Already too late to stop costly radiotherapy and surgery technologies?
How to measure the value of novel cancer treatments? That question, an increasing area of focus, was explored at a workshop convened by the National Cancer Policy Forum (NCPF) of the National Academy of Medicine. Speakers expressed concern about the rapid proliferation and diffusion of expensive new technologies in oncology without adequate assessment. A summary report is expected by the end of the year. They noted that new technologies such as proton beam radiation and robotic surgery cost more than existing treatments and may or may not lead to better health outcomes; and inappropriate use of expensive technologies has been identified as a key factor threatening the affordability of U.S. cancer care.
Among them was Jim Hu, M.D., director of the LeFrak Center for Robotic Surgery and holder of the Ronald P. Lynch Chair in Urologic Oncology at Weill Cornell Medical College.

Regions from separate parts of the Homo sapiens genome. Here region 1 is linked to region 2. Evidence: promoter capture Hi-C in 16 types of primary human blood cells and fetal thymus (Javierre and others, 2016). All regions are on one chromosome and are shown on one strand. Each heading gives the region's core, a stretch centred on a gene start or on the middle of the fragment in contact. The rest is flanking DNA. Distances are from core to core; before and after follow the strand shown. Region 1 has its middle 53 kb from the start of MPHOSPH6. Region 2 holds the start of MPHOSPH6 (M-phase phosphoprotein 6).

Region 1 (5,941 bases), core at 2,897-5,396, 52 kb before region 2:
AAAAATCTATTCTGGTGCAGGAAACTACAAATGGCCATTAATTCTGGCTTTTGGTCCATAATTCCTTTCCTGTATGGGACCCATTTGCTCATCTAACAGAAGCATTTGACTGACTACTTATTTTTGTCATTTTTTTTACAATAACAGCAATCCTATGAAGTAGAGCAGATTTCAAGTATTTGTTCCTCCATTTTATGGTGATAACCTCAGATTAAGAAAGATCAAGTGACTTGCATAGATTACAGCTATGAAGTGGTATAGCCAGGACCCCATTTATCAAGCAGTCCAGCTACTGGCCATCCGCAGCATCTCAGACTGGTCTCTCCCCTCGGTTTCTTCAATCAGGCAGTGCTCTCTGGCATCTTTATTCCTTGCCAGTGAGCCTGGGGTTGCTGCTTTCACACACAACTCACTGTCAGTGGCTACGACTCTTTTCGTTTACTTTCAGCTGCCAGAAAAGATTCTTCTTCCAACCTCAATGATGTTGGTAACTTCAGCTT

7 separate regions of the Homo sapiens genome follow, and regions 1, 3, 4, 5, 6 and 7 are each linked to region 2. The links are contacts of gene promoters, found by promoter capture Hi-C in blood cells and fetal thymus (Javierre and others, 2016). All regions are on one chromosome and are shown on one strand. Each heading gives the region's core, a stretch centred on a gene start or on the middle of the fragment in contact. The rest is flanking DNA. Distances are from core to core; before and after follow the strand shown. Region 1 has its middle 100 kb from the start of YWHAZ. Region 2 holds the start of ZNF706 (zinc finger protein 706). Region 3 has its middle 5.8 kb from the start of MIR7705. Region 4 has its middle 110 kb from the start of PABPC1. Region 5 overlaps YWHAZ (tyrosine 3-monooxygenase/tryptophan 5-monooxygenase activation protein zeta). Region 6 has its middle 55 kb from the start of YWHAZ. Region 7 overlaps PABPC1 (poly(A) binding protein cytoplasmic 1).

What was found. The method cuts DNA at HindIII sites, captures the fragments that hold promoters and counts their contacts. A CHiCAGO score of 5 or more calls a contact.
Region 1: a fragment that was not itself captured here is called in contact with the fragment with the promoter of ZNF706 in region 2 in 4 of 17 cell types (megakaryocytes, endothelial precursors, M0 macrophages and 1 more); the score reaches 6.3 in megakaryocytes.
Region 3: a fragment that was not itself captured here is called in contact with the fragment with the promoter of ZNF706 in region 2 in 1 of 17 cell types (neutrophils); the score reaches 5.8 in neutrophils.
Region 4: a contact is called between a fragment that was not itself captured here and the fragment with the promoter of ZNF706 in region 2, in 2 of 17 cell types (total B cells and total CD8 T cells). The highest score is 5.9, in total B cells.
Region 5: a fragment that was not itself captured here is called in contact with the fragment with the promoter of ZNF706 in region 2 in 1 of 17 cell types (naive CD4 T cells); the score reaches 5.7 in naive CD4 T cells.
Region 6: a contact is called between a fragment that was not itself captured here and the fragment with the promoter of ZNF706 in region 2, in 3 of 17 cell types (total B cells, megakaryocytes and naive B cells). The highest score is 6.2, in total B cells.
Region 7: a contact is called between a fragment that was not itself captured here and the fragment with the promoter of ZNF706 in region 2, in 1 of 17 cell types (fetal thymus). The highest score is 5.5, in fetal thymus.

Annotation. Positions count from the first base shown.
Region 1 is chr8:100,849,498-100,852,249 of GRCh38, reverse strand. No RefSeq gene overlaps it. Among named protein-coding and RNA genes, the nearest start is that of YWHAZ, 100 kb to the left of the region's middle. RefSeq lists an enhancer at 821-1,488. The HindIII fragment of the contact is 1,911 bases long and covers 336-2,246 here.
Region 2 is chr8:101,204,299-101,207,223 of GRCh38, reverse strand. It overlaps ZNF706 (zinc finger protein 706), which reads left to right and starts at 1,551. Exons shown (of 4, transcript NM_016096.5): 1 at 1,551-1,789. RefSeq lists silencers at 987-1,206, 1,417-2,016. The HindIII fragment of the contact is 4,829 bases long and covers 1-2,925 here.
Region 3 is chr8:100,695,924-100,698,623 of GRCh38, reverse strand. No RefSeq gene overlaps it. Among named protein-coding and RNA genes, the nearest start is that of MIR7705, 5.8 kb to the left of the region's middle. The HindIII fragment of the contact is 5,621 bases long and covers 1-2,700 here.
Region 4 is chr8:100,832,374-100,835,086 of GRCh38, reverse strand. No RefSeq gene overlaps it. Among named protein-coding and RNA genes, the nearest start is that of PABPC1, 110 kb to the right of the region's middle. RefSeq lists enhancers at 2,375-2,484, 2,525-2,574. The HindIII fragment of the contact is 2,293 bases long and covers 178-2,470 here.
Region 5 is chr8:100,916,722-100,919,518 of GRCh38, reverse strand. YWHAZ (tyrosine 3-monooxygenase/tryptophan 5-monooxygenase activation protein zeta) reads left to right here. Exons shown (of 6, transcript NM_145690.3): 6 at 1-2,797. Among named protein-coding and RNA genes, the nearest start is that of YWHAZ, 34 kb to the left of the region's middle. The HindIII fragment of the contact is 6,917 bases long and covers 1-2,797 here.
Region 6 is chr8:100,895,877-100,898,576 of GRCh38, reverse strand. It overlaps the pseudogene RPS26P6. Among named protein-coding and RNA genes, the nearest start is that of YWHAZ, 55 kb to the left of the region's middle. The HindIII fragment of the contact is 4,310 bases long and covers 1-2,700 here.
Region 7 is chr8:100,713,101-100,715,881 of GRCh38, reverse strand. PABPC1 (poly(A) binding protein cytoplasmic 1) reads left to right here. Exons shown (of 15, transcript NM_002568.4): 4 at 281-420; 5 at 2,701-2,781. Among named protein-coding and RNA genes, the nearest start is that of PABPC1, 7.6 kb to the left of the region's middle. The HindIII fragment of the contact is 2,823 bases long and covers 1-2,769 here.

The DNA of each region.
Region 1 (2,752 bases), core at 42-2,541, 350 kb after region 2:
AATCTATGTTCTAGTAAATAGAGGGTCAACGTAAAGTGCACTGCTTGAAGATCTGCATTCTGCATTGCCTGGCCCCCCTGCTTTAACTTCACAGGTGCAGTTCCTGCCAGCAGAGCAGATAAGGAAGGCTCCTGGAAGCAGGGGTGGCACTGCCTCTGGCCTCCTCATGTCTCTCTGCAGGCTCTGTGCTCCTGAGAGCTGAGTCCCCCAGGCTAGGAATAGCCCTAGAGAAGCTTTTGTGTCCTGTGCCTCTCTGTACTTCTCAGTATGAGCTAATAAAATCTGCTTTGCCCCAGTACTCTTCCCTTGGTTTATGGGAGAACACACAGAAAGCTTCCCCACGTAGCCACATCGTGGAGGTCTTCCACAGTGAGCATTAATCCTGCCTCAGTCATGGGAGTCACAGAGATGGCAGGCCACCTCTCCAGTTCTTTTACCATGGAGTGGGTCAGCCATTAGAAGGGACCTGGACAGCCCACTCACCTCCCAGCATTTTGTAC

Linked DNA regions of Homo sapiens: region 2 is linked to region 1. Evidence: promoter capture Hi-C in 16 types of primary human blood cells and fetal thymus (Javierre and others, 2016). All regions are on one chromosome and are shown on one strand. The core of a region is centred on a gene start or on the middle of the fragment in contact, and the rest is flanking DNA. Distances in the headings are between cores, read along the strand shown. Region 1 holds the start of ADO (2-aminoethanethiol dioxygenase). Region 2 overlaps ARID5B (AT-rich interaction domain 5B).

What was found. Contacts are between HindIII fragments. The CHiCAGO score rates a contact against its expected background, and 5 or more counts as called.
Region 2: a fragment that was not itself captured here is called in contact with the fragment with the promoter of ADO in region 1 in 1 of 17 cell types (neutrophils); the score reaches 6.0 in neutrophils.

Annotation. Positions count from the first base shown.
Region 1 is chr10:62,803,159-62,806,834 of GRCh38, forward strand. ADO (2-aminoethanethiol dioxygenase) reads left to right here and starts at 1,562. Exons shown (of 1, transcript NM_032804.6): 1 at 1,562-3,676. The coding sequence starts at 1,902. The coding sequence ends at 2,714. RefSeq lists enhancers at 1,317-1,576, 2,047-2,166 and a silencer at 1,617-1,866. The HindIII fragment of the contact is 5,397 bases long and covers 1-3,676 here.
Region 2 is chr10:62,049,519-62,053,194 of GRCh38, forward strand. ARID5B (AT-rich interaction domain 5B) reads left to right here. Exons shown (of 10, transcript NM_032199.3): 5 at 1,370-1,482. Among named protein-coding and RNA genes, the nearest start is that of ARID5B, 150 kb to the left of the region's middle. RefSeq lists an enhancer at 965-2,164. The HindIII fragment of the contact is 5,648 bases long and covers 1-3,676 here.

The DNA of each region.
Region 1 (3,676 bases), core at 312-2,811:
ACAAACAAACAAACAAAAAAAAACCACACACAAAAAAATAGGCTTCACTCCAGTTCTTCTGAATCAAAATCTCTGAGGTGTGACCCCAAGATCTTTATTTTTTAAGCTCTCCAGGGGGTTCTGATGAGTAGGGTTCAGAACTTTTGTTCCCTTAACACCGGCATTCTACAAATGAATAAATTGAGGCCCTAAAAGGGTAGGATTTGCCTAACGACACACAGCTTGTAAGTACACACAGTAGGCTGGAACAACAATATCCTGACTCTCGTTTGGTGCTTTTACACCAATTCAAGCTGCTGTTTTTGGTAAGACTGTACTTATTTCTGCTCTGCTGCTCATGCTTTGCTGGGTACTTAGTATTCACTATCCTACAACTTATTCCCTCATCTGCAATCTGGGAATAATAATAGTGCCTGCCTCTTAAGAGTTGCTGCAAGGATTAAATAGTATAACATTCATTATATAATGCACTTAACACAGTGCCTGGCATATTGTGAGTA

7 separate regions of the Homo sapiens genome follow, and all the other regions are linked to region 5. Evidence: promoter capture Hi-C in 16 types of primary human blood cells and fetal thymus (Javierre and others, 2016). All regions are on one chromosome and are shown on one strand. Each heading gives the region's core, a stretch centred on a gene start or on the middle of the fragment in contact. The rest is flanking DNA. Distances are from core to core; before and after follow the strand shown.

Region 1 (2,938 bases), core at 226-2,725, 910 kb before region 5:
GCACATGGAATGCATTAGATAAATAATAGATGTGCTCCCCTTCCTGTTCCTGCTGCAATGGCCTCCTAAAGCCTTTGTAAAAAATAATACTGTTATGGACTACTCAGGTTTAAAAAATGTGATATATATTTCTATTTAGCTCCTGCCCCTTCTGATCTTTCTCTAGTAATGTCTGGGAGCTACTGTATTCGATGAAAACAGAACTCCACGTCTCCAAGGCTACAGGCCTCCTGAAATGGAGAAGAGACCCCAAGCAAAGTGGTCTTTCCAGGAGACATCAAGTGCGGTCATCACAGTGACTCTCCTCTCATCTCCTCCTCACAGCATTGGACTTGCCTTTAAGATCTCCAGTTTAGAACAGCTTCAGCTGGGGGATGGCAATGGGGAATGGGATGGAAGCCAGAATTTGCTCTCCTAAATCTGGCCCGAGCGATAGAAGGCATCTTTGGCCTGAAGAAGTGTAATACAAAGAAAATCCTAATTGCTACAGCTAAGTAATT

“In some specialties, like urology, you are expected to have a robot; this is a very patient-driven phenomenon,” he said.
No one doubts that robotic surgery has certain advantages: 3D visualization, wristed instrumentation for better range of motion, lower blood loss, smaller incisions, a shorter hospital stay, and usually an easier recovery time. But, he continued, does robotic surgery improve functional outcomes (urinary, sexual) or survival outcomes among prostate cancer patients?
“Most of what we know is from observational data, and there is a need for solid data to show whether there are really improved outcomes from robotic surgery.”